UCAT®: Frequently Asked Questions

What is the UCAT exam?

The UCAT (University Clinical Aptitude Test) is designed to assist in the selection of candidates into many Australian and New Zealand health-related programs, such as medicine and dentistry. 

How is the UCAT Structured?

The UCAT is a 2-hour multiple-choice, computer-based exam with 5 timed questions: 

  • Section 1 – Verbal Reasoning

  • Section 2 - Decision Making

  • Section 3 – Quantitative Reasoning

  • Section 4 – Abstract Reasoning

  • Section 5 - Situational Judgement

What programs require the UCAT?

Country University Programme
Australia The University of Adelaide Medicine, Dental Surgery
Australia Curtin University Medicine
Australia Flinders University Clinical Sciences / Medicine
Australia Monash University Medicine
Australia The University of Newcastle/ University of New England Joint Medical Program
Australia The University of New South Wales Medicine, Optometry
Australia The University of Queensland Medicine (provisional entry), Dental (assured entry)
Australia The University of Western Australia Medicine (assured entry), Dental Medicine (assured entry)
Australia University of Tasmania Medicine
Australia University of Western Sydney Medicine
New Zealand University of Auckland Medicine
New Zealand University of Otago Medicine

Do international students need to take the UCAT?

Only a limited number of universities require international students to take the UCAT. Many instead require international students to take the ISAT (International Students Admissions Test). It is best to check on the university's website to make sure you are taking the correct exam if you are an international applicant. You should check with each university you are applying to.


Can I take the UCAT in Year 11?

No, the UCAT is only available to students currently in their final year of secondary school or higher.


When can I take the UCAT exam?

The first season of UCAT test takers in 2019, will have the opportunity to take the UCAT between 1st -31st July.


How do I register to take the UCAT exam?

Registration opens in early March, and they take place online through the UCAT ANZ site, where you will also need to pay a registration fee.


Where do I take the UCAT?

There are a number of test centres to sit the exam across Australia and New Zealand, for students who will be abroad for the month of July, they will need to contact the UCAT ANZ office to organise a suitable place to have the exam. Please check the UCAT ANZ website for more details. All registered students will be provided with the exact address and time of their test appointment on their admissions ticket.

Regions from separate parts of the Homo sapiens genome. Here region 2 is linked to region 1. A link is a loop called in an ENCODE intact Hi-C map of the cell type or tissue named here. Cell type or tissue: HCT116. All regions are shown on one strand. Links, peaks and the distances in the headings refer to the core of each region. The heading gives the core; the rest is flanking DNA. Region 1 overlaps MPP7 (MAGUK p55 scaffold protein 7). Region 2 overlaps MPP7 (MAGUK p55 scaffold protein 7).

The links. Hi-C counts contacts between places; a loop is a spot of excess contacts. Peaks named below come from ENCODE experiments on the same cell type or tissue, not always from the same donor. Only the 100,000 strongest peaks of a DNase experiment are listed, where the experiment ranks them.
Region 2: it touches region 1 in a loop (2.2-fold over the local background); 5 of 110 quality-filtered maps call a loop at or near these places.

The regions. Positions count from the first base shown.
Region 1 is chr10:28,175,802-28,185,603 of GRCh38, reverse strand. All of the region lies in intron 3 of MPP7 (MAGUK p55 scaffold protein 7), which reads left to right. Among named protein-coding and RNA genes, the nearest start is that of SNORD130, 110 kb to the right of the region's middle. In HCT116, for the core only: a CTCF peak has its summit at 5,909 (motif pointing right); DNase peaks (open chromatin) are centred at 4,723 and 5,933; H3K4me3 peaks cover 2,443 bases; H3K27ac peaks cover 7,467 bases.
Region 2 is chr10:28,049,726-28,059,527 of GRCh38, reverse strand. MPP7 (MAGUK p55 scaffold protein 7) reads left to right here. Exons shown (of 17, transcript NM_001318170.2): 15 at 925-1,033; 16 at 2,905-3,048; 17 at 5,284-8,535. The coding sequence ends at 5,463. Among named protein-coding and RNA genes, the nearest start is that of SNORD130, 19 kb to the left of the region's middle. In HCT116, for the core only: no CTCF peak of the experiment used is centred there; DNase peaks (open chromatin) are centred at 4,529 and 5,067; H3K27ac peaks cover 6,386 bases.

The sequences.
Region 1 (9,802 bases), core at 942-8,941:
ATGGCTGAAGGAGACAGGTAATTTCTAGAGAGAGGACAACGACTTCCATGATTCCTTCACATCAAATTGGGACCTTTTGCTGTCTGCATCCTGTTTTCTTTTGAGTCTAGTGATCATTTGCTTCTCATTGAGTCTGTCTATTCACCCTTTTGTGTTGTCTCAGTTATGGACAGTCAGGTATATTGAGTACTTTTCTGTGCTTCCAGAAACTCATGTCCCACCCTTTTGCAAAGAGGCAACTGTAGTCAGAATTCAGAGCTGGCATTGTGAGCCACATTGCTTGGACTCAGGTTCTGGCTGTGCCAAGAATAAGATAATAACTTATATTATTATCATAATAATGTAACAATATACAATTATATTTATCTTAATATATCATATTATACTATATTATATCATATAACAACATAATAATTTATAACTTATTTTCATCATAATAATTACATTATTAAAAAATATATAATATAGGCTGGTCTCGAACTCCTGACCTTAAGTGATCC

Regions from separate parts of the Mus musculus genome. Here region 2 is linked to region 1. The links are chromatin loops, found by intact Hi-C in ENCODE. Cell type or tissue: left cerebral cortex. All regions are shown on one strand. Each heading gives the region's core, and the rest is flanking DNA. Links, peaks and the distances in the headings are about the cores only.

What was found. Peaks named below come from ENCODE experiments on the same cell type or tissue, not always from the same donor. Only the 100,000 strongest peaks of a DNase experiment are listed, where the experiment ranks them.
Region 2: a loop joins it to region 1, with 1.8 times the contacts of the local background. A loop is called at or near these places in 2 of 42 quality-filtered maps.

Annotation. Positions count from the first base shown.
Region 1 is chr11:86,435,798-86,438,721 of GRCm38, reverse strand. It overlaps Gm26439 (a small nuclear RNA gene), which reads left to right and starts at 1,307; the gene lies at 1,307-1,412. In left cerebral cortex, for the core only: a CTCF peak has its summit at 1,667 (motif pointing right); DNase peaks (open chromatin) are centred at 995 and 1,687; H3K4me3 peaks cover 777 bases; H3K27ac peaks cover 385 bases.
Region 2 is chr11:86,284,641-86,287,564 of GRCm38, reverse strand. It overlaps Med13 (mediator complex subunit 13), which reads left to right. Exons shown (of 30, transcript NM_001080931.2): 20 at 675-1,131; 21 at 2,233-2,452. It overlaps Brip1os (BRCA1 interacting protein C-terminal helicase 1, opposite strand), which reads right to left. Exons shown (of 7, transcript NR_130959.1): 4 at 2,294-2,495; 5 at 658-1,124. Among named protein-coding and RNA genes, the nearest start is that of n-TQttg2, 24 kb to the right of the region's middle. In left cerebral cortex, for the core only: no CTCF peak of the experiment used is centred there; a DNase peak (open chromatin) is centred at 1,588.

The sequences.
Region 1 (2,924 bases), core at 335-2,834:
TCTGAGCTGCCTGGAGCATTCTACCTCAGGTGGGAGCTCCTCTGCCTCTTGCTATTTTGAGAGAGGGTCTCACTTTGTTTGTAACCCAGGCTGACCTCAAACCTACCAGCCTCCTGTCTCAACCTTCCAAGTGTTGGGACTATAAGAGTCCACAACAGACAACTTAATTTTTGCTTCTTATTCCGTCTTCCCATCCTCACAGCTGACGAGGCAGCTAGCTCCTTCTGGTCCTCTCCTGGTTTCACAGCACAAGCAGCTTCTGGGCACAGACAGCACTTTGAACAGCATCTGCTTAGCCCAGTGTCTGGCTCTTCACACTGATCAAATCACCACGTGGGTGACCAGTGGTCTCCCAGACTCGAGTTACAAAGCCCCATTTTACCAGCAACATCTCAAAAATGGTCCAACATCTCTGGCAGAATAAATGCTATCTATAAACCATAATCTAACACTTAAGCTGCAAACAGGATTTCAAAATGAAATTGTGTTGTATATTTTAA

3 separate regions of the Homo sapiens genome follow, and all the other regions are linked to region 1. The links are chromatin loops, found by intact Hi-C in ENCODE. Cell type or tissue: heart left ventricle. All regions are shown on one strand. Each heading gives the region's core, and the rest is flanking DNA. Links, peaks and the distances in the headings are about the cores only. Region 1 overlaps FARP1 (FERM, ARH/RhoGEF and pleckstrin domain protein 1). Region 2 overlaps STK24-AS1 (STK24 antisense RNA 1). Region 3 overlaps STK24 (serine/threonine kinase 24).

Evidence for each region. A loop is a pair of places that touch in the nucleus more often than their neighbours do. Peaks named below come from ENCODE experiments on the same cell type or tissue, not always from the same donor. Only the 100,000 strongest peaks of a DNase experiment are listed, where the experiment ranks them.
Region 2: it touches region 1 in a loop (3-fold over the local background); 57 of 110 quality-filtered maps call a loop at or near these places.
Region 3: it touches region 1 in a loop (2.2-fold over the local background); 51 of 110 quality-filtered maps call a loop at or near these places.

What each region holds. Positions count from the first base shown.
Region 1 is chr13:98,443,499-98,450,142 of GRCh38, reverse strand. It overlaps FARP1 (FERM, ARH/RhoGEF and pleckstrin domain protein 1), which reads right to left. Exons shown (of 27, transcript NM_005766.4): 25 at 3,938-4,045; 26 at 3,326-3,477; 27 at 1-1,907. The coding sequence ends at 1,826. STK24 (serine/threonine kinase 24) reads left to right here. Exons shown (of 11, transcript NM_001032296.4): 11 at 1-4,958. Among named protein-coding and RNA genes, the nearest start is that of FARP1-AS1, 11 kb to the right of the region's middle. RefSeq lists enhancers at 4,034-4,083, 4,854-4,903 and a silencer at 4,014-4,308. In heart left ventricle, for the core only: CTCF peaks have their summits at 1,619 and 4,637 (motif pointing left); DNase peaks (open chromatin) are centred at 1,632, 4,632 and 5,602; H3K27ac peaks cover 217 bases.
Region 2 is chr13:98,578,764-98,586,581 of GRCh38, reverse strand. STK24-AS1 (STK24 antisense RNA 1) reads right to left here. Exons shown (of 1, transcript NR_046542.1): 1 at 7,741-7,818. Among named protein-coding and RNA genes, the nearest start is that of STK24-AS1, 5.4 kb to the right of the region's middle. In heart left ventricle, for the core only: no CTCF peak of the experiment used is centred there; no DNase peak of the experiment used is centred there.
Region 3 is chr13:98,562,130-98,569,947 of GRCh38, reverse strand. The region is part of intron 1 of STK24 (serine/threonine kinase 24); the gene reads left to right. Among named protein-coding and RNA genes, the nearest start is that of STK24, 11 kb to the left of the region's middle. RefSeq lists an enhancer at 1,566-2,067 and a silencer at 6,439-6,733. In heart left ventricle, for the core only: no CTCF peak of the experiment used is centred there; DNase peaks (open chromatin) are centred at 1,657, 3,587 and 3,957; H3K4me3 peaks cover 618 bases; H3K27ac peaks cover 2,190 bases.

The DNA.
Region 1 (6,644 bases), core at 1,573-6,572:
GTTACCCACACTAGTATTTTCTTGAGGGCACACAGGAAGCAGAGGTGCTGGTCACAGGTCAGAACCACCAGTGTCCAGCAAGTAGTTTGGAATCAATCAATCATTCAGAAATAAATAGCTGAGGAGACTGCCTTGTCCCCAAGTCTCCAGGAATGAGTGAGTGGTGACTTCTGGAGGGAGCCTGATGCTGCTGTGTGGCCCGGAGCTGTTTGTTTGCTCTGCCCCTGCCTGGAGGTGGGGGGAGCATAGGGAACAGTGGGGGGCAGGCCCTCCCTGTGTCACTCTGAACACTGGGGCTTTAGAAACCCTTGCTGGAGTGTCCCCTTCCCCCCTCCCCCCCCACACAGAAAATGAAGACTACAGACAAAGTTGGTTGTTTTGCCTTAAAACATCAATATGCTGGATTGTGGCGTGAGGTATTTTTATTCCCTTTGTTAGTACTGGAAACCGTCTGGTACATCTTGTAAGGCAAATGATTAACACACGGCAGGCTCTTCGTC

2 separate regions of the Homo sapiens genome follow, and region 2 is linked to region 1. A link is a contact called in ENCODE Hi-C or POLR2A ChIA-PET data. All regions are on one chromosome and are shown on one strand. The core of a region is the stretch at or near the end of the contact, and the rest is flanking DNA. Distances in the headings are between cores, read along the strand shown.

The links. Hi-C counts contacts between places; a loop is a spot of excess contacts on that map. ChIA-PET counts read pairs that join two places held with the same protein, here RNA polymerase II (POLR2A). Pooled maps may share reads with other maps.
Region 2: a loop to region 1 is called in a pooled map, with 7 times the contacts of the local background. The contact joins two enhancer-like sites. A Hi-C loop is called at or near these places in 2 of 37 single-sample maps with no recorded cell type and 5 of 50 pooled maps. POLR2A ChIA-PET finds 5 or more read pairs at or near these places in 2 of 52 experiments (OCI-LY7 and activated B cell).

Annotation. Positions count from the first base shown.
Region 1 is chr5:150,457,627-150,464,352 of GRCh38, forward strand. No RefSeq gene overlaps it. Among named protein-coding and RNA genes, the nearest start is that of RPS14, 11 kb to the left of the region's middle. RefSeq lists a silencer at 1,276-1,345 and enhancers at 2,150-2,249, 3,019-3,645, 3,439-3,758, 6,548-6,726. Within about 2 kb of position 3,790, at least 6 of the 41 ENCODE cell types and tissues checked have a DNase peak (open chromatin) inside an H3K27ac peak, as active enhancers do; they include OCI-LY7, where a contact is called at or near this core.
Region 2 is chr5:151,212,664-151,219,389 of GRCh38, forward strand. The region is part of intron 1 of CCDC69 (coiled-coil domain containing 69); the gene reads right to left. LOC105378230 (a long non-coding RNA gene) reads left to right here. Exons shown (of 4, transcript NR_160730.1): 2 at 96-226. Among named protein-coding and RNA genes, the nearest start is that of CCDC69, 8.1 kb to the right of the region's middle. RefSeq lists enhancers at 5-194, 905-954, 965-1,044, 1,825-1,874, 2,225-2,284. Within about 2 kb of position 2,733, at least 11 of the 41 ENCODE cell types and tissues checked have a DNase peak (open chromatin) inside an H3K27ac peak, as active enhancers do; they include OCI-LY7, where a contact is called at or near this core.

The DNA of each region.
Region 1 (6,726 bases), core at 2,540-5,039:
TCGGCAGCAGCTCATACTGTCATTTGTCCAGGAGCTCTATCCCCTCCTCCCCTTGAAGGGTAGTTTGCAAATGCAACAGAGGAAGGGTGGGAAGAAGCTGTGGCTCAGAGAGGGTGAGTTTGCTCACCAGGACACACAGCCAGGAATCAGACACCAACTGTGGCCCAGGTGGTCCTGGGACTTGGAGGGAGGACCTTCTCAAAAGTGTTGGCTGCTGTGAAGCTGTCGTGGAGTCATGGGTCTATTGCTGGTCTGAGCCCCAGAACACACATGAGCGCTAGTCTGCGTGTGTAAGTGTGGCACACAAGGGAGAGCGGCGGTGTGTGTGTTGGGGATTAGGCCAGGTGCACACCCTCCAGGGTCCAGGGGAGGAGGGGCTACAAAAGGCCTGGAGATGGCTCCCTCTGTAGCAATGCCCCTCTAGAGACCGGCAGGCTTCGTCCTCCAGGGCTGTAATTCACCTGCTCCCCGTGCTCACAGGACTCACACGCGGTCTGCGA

What will the UCAT test be like?

Students are advised to arrive at the test centre 15 minutes before the start of the exam to allow for registration. You will receive a laminated note board and a pen for rough work. You will then go to your assigned computer, and complete a brief tutorial on the computer interface. You have 2 hours for the test (2 hours 30 minutes if you are taking UKCATSEN) without any assigned breaks. It is advisable to use the restroom before you start your exam. Once you have finished the test you will be handed a print out of your score report. 


How is the UCAT scored?

Candidates will receive a score between 300-900 for all test sections, except for Situational Judgement (scored in a band format between 1 - 4, 1 being the highest). On average (based on UKCAT test taker statistics since 2006), the overall mean score is usually around 630 or 640, and an ambitious 90th percentile score usually starts around a mean score of 720.


Can I retake the UCAT?

If you are not happy with your score following your first sitting of the exam, you can re-sit the exam at the next administration without being penalized. The UCAT score is only valid for one year, so you can repeat it any number of times.  


When should I start preparing for the UCAT?

We recommend that our students spend at least 3-4 weeks preparing for the exam. This will give you enough time to work through the strategies and methods for the different question types and then work your way through the practice material and review the areas where you need further review. Everyone learns at different speeds and has different schedules to prep around, so just adapt to a study schedule that works best for you. Make sure you allow enough time for prep, practice and review.


UCAT is an aptitude test, how can you prepare for it?

The UCAT exam is designed to be tough for high achieving students, in order to help university programs differentiate between the many applications they receive. All standardised tests contain certain defined question types, and we have designed proven strategies for answering each of these question types for you to learn. This approach, coupled with test-like quality practice tests, will familiarize you with using the strategies, and will put you on track for achieving the best score you can on test day.